A yearbook of Indian poetry in English has been published. How were the poems chosen?

The Yearbook of Indian Poetry in English 2020-21 has evolved from an inspirational coming together of two poets as editors who decided to help steer and facilitate the process of cherry picking – with the help of a committee of experts – in a rapidly expanding jungle of Indian poetry in English. When the path in the wilderness begins to get strewn with thorny acacias and nettles, some clearing of land is called for, if only to make space for newer paths.

We fully realized that cherry picking cannot be a singular and whimsical act. It is both a skill and a matter of sensitivity.

An objective understanding and collective wisdom are crucial in discerning the best from the large assembly of voluntary submissions received in response to our call for poems for the Annual Yearbook. An overwhelming number of poems was received, written in English and published in the specified period. On invitation, an illustrious group of poets, young and not so young readily, agreed to join us in making a selection of over a hundred poems for this inaugural volume.

Since there cannot be absolute objective criteria for the selection of poetry, we thought we could at least make the selection less subjective by involving diverse poetic sensibilities in the process. Also, for dispassionate choices, it was imperative that there be a blind reviewing of the poems. What was maintained throughout was a clear understanding that the poem itself would be central, not the poet.

The idea was to capture and record quality work, written by Indian poets, published anywhere in the world, in the year specified, for it to not remain unnoticed, get waylaid, or die an unnatural death.

In addition to reaching out to poets themselves, we solicited nominations of poems from editors of magazines and journals. We wish to emphasize proudly that this is a collective selection, not to be perceived as an anthology with any other agenda but that of an attempt at recording-keeping of the best of Indian poetry written in English annually. Our job as editors has been to facilitate the process…

The objective of the Yearbook of Indian English poetry declared at the outset has been further reinforced on observing the enthusiastic and bountiful submissions (more than 550 poems received from 191 poets along with nominations by several editors). We hope that the Yearbook will help in showing benchmarks in standards of quality poetry in English in India and contribute in building yearly awareness of the ongoing publication of good poems.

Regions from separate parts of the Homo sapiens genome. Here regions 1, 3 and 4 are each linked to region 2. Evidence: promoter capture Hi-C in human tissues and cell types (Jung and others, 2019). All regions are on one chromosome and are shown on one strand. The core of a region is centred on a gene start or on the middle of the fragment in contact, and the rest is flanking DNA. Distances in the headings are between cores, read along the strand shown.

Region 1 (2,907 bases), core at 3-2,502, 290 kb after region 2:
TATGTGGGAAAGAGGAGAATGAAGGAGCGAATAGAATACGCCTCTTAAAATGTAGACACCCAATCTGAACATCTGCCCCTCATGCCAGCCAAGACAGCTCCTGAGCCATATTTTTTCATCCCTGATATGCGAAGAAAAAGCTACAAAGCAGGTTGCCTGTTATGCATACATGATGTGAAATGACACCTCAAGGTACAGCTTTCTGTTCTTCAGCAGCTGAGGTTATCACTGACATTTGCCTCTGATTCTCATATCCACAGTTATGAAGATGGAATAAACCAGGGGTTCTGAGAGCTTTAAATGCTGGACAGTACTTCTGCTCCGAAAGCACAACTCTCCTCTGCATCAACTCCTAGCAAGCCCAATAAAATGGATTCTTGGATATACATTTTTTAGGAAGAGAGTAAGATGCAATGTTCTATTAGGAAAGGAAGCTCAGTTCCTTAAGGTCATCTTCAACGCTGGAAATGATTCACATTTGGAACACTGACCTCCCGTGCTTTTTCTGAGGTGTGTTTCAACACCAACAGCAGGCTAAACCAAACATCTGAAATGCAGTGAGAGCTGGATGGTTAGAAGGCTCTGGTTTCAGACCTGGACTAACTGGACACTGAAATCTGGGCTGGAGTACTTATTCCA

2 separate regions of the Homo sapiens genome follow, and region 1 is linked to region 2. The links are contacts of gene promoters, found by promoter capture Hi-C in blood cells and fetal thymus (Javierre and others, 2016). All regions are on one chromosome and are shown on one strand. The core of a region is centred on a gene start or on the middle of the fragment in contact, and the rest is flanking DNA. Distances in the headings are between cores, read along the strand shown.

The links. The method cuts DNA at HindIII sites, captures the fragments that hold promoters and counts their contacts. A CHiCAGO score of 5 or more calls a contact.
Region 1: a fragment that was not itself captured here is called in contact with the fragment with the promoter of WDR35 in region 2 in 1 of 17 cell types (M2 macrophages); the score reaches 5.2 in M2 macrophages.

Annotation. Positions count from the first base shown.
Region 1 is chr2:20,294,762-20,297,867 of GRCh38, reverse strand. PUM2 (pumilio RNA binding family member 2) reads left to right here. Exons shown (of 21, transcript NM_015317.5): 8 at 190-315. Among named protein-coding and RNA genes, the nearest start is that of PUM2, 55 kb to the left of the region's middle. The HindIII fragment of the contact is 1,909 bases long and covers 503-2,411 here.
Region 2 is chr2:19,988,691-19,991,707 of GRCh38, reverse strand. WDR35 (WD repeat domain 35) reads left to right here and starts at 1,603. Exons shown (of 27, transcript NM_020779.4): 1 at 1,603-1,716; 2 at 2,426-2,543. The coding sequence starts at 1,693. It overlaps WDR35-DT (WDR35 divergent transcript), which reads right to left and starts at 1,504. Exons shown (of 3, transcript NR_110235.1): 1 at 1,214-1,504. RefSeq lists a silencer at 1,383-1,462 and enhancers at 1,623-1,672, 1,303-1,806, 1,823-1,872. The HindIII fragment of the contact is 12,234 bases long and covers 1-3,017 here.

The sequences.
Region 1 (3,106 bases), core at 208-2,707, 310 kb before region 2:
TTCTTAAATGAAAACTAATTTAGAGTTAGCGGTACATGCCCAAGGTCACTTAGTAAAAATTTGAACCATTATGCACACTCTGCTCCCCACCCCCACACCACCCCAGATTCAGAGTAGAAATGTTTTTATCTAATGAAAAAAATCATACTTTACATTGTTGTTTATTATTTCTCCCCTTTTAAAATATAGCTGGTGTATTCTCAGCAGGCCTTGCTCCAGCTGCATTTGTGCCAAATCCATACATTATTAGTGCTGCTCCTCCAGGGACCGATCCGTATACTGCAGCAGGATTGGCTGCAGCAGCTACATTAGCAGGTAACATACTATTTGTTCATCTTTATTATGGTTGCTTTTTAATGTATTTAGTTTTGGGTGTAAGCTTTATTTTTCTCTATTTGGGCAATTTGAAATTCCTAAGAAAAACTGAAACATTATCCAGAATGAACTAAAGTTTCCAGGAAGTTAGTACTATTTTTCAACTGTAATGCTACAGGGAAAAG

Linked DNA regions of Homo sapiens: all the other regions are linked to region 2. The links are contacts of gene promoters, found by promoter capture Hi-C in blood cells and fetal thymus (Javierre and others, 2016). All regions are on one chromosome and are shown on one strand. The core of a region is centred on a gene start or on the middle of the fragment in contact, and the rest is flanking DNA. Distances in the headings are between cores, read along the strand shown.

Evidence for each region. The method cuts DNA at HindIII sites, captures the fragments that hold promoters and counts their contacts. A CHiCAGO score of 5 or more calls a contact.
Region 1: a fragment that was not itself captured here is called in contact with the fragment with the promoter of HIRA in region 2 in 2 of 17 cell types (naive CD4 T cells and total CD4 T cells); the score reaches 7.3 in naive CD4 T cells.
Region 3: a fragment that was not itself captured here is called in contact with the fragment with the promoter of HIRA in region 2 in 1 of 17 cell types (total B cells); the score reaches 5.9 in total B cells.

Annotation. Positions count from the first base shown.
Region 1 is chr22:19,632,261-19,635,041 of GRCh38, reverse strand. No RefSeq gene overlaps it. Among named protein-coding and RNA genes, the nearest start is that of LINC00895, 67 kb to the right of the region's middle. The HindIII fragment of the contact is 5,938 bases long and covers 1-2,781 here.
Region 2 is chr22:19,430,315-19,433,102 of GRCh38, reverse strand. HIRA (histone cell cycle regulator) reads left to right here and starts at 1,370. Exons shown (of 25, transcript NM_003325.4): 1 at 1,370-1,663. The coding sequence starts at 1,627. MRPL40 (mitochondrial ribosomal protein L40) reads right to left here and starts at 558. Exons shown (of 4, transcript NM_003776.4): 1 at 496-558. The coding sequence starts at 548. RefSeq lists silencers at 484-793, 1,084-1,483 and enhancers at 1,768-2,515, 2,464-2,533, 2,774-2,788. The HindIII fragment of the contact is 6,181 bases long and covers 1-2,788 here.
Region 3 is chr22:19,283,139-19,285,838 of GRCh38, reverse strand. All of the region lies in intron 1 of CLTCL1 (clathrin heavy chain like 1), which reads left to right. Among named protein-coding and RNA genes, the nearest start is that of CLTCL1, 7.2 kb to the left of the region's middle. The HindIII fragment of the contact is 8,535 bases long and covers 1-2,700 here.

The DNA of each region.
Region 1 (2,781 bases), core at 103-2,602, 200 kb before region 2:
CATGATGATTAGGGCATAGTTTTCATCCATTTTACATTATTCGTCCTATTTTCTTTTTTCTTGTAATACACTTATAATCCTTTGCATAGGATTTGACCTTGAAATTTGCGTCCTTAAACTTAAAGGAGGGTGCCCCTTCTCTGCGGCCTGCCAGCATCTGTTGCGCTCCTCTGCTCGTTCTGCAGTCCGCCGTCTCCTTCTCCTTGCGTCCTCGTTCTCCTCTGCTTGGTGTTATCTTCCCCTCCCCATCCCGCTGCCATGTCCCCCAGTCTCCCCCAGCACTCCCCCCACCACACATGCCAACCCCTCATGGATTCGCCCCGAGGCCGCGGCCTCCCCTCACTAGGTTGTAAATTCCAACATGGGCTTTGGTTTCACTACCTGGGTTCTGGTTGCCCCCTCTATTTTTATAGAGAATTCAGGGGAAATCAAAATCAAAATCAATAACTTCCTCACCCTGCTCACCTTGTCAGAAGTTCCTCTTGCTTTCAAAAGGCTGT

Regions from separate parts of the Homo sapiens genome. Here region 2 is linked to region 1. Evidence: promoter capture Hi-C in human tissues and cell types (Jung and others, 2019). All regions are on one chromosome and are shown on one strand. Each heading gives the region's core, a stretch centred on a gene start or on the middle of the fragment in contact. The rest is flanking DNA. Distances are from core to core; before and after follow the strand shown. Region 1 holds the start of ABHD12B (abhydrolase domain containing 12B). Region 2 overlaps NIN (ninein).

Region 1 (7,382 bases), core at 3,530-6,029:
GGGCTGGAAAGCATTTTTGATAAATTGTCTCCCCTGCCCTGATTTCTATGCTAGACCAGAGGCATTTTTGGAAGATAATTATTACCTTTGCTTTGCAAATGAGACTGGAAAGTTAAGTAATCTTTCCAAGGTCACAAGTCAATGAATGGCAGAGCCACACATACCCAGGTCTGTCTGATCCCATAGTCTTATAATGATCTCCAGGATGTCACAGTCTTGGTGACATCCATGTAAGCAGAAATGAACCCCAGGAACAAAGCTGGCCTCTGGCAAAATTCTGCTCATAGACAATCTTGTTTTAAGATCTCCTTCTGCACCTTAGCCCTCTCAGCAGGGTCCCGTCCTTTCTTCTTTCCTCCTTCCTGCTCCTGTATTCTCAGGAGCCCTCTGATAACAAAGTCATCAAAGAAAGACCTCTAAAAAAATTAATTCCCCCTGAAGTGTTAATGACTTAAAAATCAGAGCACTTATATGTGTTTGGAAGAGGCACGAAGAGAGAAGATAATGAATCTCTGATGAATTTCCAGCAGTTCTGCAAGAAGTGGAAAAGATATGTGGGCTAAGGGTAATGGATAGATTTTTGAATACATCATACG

It is hoped that this will motivate readers to undertake critical reviewing of poetry and also maybe translating these selected poems into other languages ​​in India for a meaningful intra-lingual literary interactions.

Creative use of the English language in India has had by now a fairly long tradition of nearly a century and a half.

English is a language, one amongst many in India; Queen’s English has had to shake off its colonial baggage and shed its imperial designs, for it to take roots in the richly multilingual Indian subcontinent where many languages ​​nurture their own literary traditions, not to speak of the vast range of oral traditions.

The journey thus commenced in search of our own English which has negotiated with the rich repertoire of literary traditions and languages ​​in this country. Raja Rao, an important early Indian writer in English had made a profound leading statement in the Preface to his novel Kanthapura published in 1938, “Indians can write in English but not write like the English”.

A historical perspective to creative writing in English in India informs us how the decolonization of the language gradually progressed through the owning of English by such fiction writers and poets as Mulk Raj Anand, RK Narayan, Nissim Ezekiel, R Parthasarathy, Kamala Das, Dom Moraes , Arun Kolatkar, Dilip Chitre, Salman Rushdie, Arundhati Roy, and Jayanta Mahapatra amongst many others. Bilingualism inevitably leads to the creation of a liminal space of bi-culturality as well.